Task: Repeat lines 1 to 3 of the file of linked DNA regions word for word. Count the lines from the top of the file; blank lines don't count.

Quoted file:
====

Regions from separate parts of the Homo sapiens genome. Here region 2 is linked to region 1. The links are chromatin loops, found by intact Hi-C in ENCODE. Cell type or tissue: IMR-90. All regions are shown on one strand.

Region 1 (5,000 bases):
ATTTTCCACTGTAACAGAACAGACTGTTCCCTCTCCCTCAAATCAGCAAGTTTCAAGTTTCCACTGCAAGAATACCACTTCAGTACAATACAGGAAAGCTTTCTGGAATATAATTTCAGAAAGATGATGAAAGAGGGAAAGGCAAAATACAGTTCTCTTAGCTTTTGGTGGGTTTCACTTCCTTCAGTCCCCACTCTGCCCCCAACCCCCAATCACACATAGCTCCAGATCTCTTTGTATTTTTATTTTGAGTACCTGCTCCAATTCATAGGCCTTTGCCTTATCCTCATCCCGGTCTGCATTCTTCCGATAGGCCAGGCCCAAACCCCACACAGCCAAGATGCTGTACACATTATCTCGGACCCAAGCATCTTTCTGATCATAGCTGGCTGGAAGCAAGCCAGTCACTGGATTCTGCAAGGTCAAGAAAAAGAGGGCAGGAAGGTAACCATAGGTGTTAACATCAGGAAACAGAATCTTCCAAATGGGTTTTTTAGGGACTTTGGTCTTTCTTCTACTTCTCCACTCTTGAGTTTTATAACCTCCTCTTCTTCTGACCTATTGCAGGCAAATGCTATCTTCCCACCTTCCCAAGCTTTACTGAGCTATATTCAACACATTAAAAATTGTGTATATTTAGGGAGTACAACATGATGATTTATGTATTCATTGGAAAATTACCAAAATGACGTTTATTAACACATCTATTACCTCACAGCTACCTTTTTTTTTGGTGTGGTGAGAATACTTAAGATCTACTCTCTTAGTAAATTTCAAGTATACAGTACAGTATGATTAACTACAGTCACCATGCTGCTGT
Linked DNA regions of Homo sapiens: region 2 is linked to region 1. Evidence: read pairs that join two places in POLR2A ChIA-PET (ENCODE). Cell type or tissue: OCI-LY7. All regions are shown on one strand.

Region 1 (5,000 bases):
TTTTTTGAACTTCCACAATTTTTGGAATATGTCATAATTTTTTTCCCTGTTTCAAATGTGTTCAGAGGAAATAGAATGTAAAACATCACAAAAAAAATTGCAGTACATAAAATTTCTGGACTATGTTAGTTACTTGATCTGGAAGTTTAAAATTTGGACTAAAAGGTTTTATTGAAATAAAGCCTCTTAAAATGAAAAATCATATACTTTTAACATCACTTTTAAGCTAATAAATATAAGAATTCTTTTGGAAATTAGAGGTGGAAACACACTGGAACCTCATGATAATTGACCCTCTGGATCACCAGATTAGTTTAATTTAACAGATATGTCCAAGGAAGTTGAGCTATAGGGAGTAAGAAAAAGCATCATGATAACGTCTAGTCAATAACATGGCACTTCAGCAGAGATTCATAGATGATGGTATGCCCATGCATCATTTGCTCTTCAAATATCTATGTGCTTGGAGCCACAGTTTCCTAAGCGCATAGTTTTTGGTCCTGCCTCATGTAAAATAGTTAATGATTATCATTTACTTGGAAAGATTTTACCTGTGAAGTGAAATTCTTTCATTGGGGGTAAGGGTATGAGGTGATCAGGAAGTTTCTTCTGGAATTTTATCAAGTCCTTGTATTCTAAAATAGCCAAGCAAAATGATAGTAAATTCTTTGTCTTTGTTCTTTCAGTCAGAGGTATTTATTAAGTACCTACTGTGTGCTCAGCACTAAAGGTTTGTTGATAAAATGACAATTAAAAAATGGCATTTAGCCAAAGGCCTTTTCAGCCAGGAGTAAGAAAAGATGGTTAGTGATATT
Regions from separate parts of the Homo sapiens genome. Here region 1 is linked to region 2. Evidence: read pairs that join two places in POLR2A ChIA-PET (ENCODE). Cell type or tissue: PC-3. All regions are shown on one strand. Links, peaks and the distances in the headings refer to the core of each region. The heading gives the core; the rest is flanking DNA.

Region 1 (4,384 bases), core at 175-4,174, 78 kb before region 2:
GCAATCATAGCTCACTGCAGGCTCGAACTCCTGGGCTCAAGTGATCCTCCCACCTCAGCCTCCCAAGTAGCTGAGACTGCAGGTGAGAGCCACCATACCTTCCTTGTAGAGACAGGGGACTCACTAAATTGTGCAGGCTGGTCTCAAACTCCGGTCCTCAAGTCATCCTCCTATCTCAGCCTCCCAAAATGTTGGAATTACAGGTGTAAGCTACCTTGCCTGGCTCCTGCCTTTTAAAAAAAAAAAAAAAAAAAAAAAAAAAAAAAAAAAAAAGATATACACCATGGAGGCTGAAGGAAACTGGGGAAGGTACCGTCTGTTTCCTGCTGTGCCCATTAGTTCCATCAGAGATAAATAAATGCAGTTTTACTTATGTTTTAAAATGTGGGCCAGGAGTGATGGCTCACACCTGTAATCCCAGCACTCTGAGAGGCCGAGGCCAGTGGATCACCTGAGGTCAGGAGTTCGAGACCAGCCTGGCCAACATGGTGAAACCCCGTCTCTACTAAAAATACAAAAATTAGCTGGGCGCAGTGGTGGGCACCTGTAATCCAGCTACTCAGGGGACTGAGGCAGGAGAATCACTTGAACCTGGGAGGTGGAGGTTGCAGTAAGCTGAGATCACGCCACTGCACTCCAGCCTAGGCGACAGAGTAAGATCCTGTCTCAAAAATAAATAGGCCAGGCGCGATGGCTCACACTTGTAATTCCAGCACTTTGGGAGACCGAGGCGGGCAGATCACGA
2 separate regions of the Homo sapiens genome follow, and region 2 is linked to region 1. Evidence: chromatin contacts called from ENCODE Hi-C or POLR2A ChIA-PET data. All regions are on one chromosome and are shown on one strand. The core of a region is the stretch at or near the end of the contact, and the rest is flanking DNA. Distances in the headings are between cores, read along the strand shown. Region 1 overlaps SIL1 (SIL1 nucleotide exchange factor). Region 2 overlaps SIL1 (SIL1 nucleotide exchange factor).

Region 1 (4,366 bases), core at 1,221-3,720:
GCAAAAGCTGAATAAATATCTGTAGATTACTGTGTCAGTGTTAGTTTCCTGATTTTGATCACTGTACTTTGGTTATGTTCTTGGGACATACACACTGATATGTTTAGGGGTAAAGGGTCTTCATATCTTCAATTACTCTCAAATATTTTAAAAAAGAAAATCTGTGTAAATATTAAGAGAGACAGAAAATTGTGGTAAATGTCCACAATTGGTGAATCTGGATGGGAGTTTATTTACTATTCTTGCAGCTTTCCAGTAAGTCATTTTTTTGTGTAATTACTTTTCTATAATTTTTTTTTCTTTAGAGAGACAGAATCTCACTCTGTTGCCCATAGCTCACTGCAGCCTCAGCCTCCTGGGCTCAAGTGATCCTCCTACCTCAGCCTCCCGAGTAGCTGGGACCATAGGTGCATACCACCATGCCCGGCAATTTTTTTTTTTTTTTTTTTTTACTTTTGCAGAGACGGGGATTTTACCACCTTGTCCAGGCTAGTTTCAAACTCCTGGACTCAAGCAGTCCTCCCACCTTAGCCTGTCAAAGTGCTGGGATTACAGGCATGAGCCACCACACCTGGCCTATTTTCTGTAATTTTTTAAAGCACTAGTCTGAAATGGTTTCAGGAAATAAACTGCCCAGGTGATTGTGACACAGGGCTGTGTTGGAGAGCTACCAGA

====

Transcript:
Regions from separate parts of the Homo sapiens genome. Here region 2 is linked to region 1. The links are chromatin loops, found by intact Hi-C in ENCODE. Cell type or tissue: IMR-90. All regions are shown on one strand.

Region 1 (5,000 bases):
ATTTTCCACTGTAACAGAACAGACTGTTCCCTCTCCCTCAAATCAGCAAGTTTCAAGTTTCCACTGCAAGAATACCACTTCAGTACAATACAGGAAAGCTTTCTGGAATATAATTTCAGAAAGATGATGAAAGAGGGAAAGGCAAAATACAGTTCTCTTAGCTTTTGGTGGGTTTCACTTCCTTCAGTCCCCACTCTGCCCCCAACCCCCAATCACACATAGCTCCAGATCTCTTTGTATTTTTATTTTGAGTACCTGCTCCAATTCATAGGCCTTTGCCTTATCCTCATCCCGGTCTGCATTCTTCCGATAGGCCAGGCCCAAACCCCACACAGCCAAGATGCTGTACACATTATCTCGGACCCAAGCATCTTTCTGATCATAGCTGGCTGGAAGCAAGCCAGTCACTGGATTCTGCAAGGTCAAGAAAAAGAGGGCAGGAAGGTAACCATAGGTGTTAACATCAGGAAACAGAATCTTCCAAATGGGTTTTTTAGGGACTTTGGTCTTTCTTCTACTTCTCCACTCTTGAGTTTTATAACCTCCTCTTCTTCTGACCTATTGCAGGCAAATGCTATCTTCCCACCTTCCCAAGCTTTACTGAGCTATATTCAACACATTAAAAATTGTGTATATTTAGGGAGTACAACATGATGATTTATGTATTCATTGGAAAATTACCAAAATGACGTTTATTAACACATCTATTACCTCACAGCTACCTTTTTTTTTGGTGTGGTGAGAATACTTAAGATCTACTCTCTTAGTAAATTTCAAGTATACAGTACAGTATGATTAACTACAGTCACCATGCTGCTGT